Newspaper Archive of
The Billings County Pioneer
Beach, North Dakota
October 17, 1957     The Billings County Pioneer
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October 17, 1957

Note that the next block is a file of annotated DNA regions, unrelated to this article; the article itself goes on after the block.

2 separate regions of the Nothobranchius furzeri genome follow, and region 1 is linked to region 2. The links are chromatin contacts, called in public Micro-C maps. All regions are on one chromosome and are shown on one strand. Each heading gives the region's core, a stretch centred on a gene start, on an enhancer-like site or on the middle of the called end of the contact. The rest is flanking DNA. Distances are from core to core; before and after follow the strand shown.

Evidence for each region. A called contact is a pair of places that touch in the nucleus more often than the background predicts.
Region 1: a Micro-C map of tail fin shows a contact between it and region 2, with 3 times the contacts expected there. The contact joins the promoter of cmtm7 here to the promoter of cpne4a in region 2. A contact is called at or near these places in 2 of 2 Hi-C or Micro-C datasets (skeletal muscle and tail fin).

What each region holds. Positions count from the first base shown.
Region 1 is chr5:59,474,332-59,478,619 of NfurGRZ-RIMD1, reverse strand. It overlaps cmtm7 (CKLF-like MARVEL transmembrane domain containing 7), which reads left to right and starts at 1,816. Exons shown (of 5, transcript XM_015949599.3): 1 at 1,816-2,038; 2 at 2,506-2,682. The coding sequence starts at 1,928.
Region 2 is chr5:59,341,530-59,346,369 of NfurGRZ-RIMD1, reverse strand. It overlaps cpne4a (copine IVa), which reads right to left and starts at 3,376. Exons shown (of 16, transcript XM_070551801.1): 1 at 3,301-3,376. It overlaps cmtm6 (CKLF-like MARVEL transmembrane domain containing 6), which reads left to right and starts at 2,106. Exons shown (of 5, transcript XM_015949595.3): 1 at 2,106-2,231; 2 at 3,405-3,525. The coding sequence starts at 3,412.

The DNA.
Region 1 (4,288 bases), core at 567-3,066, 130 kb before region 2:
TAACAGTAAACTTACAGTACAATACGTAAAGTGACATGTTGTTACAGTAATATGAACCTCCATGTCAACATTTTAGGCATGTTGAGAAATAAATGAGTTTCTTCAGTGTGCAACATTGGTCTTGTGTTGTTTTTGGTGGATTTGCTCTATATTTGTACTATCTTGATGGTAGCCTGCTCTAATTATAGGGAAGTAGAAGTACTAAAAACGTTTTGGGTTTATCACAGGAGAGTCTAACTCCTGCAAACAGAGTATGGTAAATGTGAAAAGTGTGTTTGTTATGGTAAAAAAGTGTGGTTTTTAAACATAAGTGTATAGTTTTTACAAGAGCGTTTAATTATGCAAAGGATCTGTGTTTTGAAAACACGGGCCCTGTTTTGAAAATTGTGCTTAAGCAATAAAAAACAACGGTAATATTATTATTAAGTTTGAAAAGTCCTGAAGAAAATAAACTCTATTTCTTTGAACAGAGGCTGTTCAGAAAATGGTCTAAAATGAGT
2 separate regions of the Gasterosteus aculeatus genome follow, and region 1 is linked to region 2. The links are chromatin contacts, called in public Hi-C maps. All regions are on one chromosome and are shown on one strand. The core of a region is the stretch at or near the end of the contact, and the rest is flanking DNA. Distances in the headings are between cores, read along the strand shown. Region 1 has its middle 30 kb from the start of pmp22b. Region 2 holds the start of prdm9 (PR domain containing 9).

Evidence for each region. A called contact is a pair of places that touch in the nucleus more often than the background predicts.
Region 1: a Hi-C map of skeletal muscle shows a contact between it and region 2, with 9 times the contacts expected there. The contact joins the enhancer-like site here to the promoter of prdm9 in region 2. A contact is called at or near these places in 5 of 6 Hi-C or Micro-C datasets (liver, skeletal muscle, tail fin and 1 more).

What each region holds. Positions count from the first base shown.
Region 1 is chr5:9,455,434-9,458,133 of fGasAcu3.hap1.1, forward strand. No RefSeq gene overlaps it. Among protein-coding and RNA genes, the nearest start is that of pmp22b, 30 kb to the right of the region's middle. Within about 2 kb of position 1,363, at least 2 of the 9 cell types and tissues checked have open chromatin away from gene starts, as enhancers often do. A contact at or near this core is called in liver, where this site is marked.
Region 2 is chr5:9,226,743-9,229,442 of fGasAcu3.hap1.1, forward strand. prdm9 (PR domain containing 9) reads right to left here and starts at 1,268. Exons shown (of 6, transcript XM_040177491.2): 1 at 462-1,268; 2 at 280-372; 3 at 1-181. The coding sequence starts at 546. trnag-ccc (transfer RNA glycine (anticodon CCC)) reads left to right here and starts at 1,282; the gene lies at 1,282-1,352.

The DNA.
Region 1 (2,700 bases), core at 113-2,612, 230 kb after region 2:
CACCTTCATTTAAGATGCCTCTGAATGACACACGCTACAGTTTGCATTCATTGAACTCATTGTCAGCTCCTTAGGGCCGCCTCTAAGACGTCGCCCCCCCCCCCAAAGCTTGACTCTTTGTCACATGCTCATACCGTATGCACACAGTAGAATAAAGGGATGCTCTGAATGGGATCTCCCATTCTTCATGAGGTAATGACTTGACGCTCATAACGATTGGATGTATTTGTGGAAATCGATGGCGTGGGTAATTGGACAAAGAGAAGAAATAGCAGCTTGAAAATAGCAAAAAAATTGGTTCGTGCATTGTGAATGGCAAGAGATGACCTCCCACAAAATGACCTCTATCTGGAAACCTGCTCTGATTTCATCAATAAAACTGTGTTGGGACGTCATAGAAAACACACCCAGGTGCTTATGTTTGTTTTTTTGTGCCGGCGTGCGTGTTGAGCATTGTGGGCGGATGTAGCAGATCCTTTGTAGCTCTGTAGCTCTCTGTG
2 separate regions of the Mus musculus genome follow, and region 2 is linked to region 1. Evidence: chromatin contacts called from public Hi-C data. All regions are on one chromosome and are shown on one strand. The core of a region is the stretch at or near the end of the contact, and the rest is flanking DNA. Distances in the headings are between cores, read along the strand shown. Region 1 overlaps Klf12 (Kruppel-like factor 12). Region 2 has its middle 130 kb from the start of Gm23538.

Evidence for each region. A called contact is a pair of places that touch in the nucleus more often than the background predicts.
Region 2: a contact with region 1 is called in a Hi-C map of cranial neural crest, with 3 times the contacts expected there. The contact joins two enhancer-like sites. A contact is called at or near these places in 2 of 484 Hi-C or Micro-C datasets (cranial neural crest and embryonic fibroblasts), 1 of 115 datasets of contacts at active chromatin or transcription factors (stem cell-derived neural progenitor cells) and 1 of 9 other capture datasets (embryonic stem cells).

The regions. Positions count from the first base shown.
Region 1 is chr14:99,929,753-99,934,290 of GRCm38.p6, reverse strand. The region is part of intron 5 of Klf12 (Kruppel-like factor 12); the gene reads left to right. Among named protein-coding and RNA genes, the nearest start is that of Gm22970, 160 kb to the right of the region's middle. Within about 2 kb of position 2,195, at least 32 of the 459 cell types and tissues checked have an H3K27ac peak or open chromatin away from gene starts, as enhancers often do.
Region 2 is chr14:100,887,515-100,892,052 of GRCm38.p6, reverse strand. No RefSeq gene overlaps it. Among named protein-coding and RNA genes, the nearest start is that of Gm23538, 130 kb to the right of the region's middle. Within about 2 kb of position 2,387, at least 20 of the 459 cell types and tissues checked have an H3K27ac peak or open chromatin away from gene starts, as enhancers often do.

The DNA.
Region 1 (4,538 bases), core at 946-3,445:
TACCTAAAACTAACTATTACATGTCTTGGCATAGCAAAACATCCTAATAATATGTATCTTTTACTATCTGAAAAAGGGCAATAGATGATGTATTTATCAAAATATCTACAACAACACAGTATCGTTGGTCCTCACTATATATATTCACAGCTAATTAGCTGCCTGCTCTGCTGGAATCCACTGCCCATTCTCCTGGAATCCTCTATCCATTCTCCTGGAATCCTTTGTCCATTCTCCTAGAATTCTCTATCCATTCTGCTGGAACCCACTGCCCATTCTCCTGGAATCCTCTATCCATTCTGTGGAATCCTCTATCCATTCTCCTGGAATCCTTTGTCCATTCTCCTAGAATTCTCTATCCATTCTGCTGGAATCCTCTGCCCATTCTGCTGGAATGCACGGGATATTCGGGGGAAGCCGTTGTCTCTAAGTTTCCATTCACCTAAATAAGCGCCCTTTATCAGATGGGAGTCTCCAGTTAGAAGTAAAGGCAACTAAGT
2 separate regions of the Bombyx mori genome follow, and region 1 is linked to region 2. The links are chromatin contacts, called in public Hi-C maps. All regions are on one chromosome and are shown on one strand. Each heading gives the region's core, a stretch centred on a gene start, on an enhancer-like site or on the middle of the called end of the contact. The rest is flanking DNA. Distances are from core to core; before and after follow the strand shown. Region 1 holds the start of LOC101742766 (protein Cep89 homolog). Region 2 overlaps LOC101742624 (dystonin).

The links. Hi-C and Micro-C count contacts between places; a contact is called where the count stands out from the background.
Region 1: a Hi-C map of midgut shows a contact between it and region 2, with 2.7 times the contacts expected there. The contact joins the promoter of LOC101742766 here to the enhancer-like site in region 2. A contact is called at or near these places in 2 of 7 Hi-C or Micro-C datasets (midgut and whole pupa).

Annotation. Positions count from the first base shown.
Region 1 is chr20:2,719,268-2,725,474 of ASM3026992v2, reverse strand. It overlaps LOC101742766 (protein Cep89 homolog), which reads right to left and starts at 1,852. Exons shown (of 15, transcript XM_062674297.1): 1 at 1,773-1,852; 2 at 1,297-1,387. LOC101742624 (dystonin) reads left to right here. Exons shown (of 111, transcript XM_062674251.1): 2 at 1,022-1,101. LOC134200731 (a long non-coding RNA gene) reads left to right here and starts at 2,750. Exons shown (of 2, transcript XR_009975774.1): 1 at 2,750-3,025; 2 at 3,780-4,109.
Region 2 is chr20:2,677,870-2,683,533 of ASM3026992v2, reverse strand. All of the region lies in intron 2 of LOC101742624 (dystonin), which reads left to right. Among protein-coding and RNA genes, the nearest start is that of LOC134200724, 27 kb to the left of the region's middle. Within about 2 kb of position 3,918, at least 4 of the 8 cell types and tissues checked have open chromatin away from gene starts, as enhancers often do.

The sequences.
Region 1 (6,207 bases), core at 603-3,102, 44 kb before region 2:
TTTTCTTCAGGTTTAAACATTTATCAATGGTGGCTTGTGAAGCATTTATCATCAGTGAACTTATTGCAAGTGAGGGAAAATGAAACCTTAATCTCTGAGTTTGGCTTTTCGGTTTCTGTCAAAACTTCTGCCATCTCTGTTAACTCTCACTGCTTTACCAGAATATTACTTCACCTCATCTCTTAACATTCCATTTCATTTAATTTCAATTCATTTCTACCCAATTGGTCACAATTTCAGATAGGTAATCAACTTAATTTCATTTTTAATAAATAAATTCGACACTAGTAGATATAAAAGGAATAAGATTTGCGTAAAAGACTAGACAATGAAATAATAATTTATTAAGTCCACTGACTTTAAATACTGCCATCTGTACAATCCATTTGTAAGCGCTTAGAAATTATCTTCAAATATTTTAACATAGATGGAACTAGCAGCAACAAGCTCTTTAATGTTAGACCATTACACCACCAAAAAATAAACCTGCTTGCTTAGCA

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J BILLINGS COUNTY PIONEER 314 N D STUDENTS ATTEND OUT-STATE SCHOOLS Superintendent of Public Instruc-, ,tion M. F. Peterson reports that a! total of $19,662.25 has been paid to public high schools in Montana, South Dakota and Minnesota for 314 high school students. These stu- dents are residents of districts in counties bordering other states or within, a radius of 20 miles of those states. Payments are made under a law which authorizes superintendent of public instruction to enter into re- ciprocal tuition agreements with bordering states. This law makes it possible for North Dakota to pay tuition for high school students attending school in other states when it is more convenient for them to do so. ---[:3--- An electric stock water tank eliminates th e labor needed tO keep your watering tank free of ice. Get plans for building an in- sulated tank from your county! agent. FIRE 'WAITS' HIS SAFETY STEVIE KOLLAR, T-year-old paralytic polio victim, sits beside'his iron lung a bit nonplussed at being aroused from his slumbers in Chicago. It happened this way: A fire broke out nearby, and it was necessary to cut off electrical current, which would de-power Stevie's iron lung. While the fire raged, firemen stood by as electric company officials hurriedly got information about how long Stevie could stay alive outside the lung. It turned out to be seven hours, so the current was cut and firemen were able to. put Out the fire. (International Soundphoto) WATCHING HIS VOTES COME IN THESE CANDID views show James R. Hoffa watching operations of the credentials committee chairman as delegates' papers are presented at the Teamsters convention in Miami Beach, Fla, He was way ahead for president. (lternational Boundphoto) t NORTH D&KOT G&MB FISH DEPT. Urged I0 S i Canof thefind a frierlnewer grainr a fOevarieties.,,of any" Sire: Traffic Safely The North Dakota Peace Oficers assn. met Sept. 27 in Jamestown electing Ray Friederich of Rugby to serve as the new president, suc- ceecting Edgar lobinson of Grand Forks.. Olaf Haaland of Minot was named vice' president. Gov. John Davis told the 300 mem- bers present that law enforcement officers can help to promote good will for the state in their contacts with out-of-state tourists. The governor urged peace offi- cers as well as city governments to extend good will toward, out-of- state vis*rs, and asked them to "generate a greater pride, a greater knowledge of our state" to impart to non-North Dakotans they meet while on duty. In another vein, the governor said he couldn't miss an opportu- nity to express "very deep con- cern" over traffic safety. Davis said that "while North Dakota leads the nation in reducing its highway fatality total this year, the past three months have shown a fatality frequency al- most paralleling bloody 1956." He told the peace officers they shouldn't pass up a single chance to address school children, Parent- Teacher groups, farm organizations, etc., on traffic safety. Davis had high praise for the peace officers, who he said have! given the state outstanding serviee The governor particularly cited Os- car Nygaard, toastmaster or the banquet. Nygaard, who for 18 years was warden at the State Peniten- tiary, and recently retired, has set an enviable record of service and has gained wide respect, the gover- nor said. The goup's 1958 convention will be at MAnor --4:}-- RELY ON NDAC FOR CROP VARIETY DATA How do ou tell for Sure wht a new crop variety is worthT After a season such as we have just had'for small grains it's rather easy to conclude %his" or "that" variety is no good. As one North Dakota seedsmen recently said, 'you ACCIDENTS ammm ka, OdAI'IOUAt $apovv out DOWN AND BURNING, BUT ALL.57 ABOARD ESCAPE A JAPANESE AIRLINES transport lies wrecked and burning in a rice field shortly after takeoff at ltamL It crah-landed. All 5'/ aboard got out alive. (Interdlom Soundoto) It is ver 7 difficult to truly eval- uate a variety on a farm where there may be many variable factors affecting yield, quality, disease re- sistance, etc., says Everett Tool, fieldman for the North Dakota Crop Improvement Association. To try to compare the performance of one variety from one year to the next, or of different varieties from one year to the next, is also pretty much a waste of time, he adds. 'he most reliable way is to study the NDAC Experiment Sa- tion and substation performance re- cords on these varieties over a per- iod of years at several locations. In mking plans for next year use these records as a reference rather than an individual farm's experi- ence with an isolated variety for one particular year." Experiment Station data contain- Support by Peru PERU'S Victor Andrea Belaunde seems worked into a fury in the UN as he supports the U. S. resolution calling for an "end to repressive measurc against the Hungarian people." Many other delegates also took the rostrum on behalf of the resolution. " (International) North Dakota's Greatest WANT AD Farm Coverage -- Gels Results BUYING SELLING RATES: 12c per word first insertion  no ad less than $2.40 10c per word each additional issue, $2.00 minimum Send or Bring Your Want Ads to the PubHgher of th Paper North Dakota Newspaper Association SEND DIIEC"r TO MAIN and MANDAN 8TE] BISMARCK, NORTH DAKOTA For Sale Or Trade 18, For Sale or Trade For land, a-al store and lockers, llvinsr uarte. Slline Ira- cause of roar health. Vwn Thllmony. Oriska, N. Dak. 14-I Female Help Wanted 2 DIETITIAN, Therawutio- .xeellent ro- edfessional oDvortunltF for hoDltatraln- ADA reisterod diet, l-,,. Friendly. cavable staff. 40-hoar week. good r. liberal benefits. Avvly Chief Dietitian. Iowa Methodist Honvital. D Moin. Iowa 12-1 Farms For Sale 2 For Sale, 120-A farm. with /$ cult.. tarvla. 4-rm hour. barn. other Iddma $,000. Harvey McKee. Big Lake, Minn. 14-I "For Sale: Farms, Farm lamds =a ..*a , Vmparty. Ask for what you wa --''" nave it: Gontact Ev+  ,Bu. a So 7th S- Oake --::"-" - oum. 821 .. aee, . Da. 14-1$ -----------.--___ 15-16 Pets 13 or I-.7 ac fa on lk . Pair four year old Greyhounds. Males. tncnuen rn ymeL Com.ete set of buildings Guaranteed to catch and kill fox. Rea- duck vs  n l, os; all fenced. ocd sonable. Ervin Albers. Hazen. N. Dak. , eennone milk and school bus routes. Priced to sell. 8 miles 15 South of Detroit Lakes. M. J. McNetli. Registered Beagle Vuvvle, Enllsh cocker 15 puppies and Weimeraner nuvvies. CA3- For Sale By owner 320 acres  soil. 2666 or P. O. Box 454. Bismarck 15  bui dins, 3 1/2 miles from town on ing 1957 yield reports will be avail- mail, school, lEl A, an d milk mutes. 'Good gravel road,  mowed, 7 miles North able from your county extension Hawley. Alfred T. Anderscm 15 agent about Jan. 1 according to L. A. Jensen, extension agronomist at 80 A. Farm for Sale on Clam River. Good. large house, garage &shon. ban fair NDAC. These reports of perfor- Half aden. 7 mi from town on blacktou. mance, along local experience, are Elee. telephone. Priced to sell. N. A. Paul- your best guile for selecting next son. Webster. Wise. 5 year's variety. Owner will sell 200 acre stock, grain farm. SPROUT-DAMAGED WHEAT ELIGIBLE FOR PRICE SUPPORT The 1957-crop wheat price-sup- port program has been extended to cover wheat grading No. 4. No. 5, and sample because of damaged kernels, other than those damaged by heat. Melvin Holte, chairman, i North Dakota agricultural stabili- zation and conservation committee has stated that price-support cover- age is being extended because wet weather has delayed harvesting, pri- marily in North Dakota, causing considerable "sprout" damage. The chairman pointed out that to be eligible under the support program, the lower-grade wheat must meet all other eligibility re- quirements. Te damaged wheat made eligible must contain not more than 1'4-per cent moisture and must not be musty, sour, heating or hot. Price support on the damaged wheat will be discounted in ac- cordance with the extent of the damage. DisCOunts for wheat with total damag from 7.1 through 15 per cent will be one cent per el for each one per cent of damde. ounts for wheat with total damage from 15.1 through 30 per cent will be two cents per bushel for each one per cent of damage. Such discounts will be in addition to the applicable discount for grade No. 3. Discount for wheat containing to- tal damage of over 30 per cent will amount to 60 cents per bushel from the basic support rate. All discounts for total damage will be in addi- tion to other applicable discounts. acre farm. 760 acres under all Joining. near Hawley. water, gravel road. REA. Teleuhone, Adolvh Krarner. Dial 7851. Haw- Minnesota. Drone.hi_net y, hay, feed. 10 miles north of etrolt Lages on 69. 1/2 miles west. Black loom. tiled, buildings excellent. Herbert Norby, Detroit Lakes. Mi.nn. 640 Acre farm located $ ml from Grant County seat 30 A. cultivated, balance excellent ure ann alfalfa, fenced and re "---,e huildingS.or nhone  EY Utke. CarSon. IV. Dak. I$ Notice 29 m-DeveloIl. 7 hour rvlee. One --mmm. Billings. Mont. 4941 Personal 38 South ra.--'. ,I, i CONTRACTORs Permanent exterior .mg equnment 125 cu ft Jamr m. a, mr., luD 4 to I ratio Witll  ""7. spray m. 248-6th S 1. t$. owa. Ph. CA23e .......  Auction- 32 u. 0.d s. Po. . oc s ,T4., , *.*.,a r- nere Ve- '-'neude our show wire- ,nae and guarentd breeders. For catalo mailed 10 daw ,,v,^. Martin Business Opportunities .. COMPLETE YOUR tlIGH SCHOOL at home tn snare time with 60-year-old hooL Tets furnished. No classes. Di- ploma. Information booklet free. Amer- ican School. Dent X799. Drexel at 58th. Cheso 37 Illlno. 15 Imvlnnt$ and Gaa Btmla fur --le or trade fur good farm. John Deer, Dodge and Plymouth eontraem. Count set town in wood farmin and livestk communit. Owner. CHARLES N. PANE. Howard., 8. Dak. Premiums for head amber durum 14-1S and amber durum wheat and for Plnand Tobacon Shod and News stand. eat store of its kind. Ideal for counle. protein contest will not apply finest climate for asthmatics. Wrto IN- the sprout damaged wheat, ruro's Smoke Shay, 209 2nd N W Albu- Extending price-support eligibll querque. N. Mex. 15 iy to the wheat damaged by un- Modern trailer oourt, Bimareks fintt usual weather will give growers an mot, liquor bar. dr cleaning bustns. opportunity to hold the wheat un- other exeevtiorml ovuortunlties. Fred Hettick Realty, 117 1/2 5th St. Bismarck. der loans or purchase agreements North Dakota. 15 until it can be marketed in an or- derly manner. Livestek ? MOTOR MAIDS Get.Tough Policy Puts Safety Across By Jeanae Smith, Dodge Safety Consultant STRICT ENFORCEMENT of traffic laws can cut accidents in half. That's the tory, at least, in Medford, Mass., (Pop. 70,000) where Police Chief Thomas Kirwan elevated Medford from a distressing accident center to one of the safest cities in the country. Chief Kir- wan attacked the accident problem from two angles. First, he set up a whole new system of investigation nd inforce- ment, or what he prefers to call "construe- Miss Smith tlve enforcement . One Of his first acts was to put up a large map of the city in his office and pinpoint every accident. A complete card file covered all particulars of each accident. When too many acci- dents occurred at a certain spot, a vigil was set up at the scene to determine why, and immedi- ate steps then taken to rectify the trouble. Once the problem is found and measures taken to overcome it, stric enforcement is used. "It has been proven statistically," says Chief Kirwan, "that rigid enforcement of traffic laws cuts accidents in half. I'm afraid I'm so strict on this point that I've in- curred the dislike of some people --but it's my job and duty. I look at it this way: if it can pre- r vent a si,agle accident, it's more than worth it." The second part of Chief Kir- wan's program is a system of education for both adults and chiidren. He regularly visits churches, civic groups and fra- ternat organizations to show safe- ty films, supplemented with large photographs of the year's worst accidents. Explaining to his audio ences how these accidents oc- curred, he also tells how they could have been avoided. The school program in Meal- ford is a vigorous one, starting from kindergarten, with lec- tures, movies and essay ono tests geared to the various age groups. A large green pennant is given to each school, desig- nating that no child has been injured. When an accident o curs, the flag is removed. "The children work hat4," nays Chief K,w, an, "to keep that flag fly- _s Medford's twofold safety pro- gram has indeed been the answer to a serious problem. his is evi- denced by an award of merit given to the city by the National Safety Council this year for outstanding xmprovement in its accident rec- ord. Other communities might solve their accident problems by following in Medford's footsteps. R eekt Jersey  dre f 818000 one heifer to frmhen in Dee. $160.00 St. Marls Miicm Redlako. Minn. PURleBR]D POLLED FORD and beifm.a L K Nolsoa. Wilton, N. D. MINNESOTA DAIRY COWs FOR 8AE Holstein. Gusrnj Brow&. 8lm. m hand at all timee, at the North Harr Tattley Farm. $ miles emit of Blsmrek wz Highway I0. 7 f For Sale: 8 Ramm vaccinated heifers. reg. Brown Swiss. 2 cbrd Holtn and Brown Swiss. Also Holstein ocw will freshen in Oct. Arehie Marion. Coover* stOwn. N. Dak. 15 51 Polled Hereford Cattle 8 hulls. 18 females at Mlnn-Kota Polled *Hereford Sale, October 19. 195"/ Winter Show Sale Barn Valley City. North Dakota Herd- bulls and ran bulls eleeted from 17 out- standing herds in Mlnesota and North Da- kota will be sold. 13-16 Purebred Duroc svrln boars. March far. vowed. Sired by a ton son of "Red Charm" the 1956 reserve grand champion of Minnesota. and this year he wins given the vremier sire award. Van's Duroc Farm. Dumont. Minn. 15 For Sale: Purebred Yorkshire boars Her- bert C. Johnson Arthur. N. D. 2 miles N. of Arthur 15 Registered Duroc Jersey boars. These boars were sired by a sou o the littermate of the highest urtced boar ever sold (Chamvion Clivler) two are from a w[lt purchased from Waldo Farms. Nebraska and two are from a litter of 21. See Theo- dore or Emil Riehl. Raleigh. N.D. 15 My Herd o milking Shorthorns. after thirty-five years of breedin$ and show- ing. C. O. Gunhus. Posston, Minn. 15 Trucks For Sale 21 1949 Chevrolet 2-ton. 2t)eed tractor A-L 26 ft. fold-down livestock and wtain trailer. A-1 1957 IHC vickuD. I-ton 4- speed. Joe Giltham. Wolbaeh. Nebraska. Ph. 228 15 Binarck, N. Dak. 195715 North Dakota Newspaper ASSn. I MILKING PARLOR HOLSTEI N'S Closing out of milking, and will sail my herd of Minn. cattle, nd their artificial bred daughters at private 15 miles east of Bimmrok on r old Highway No. lO.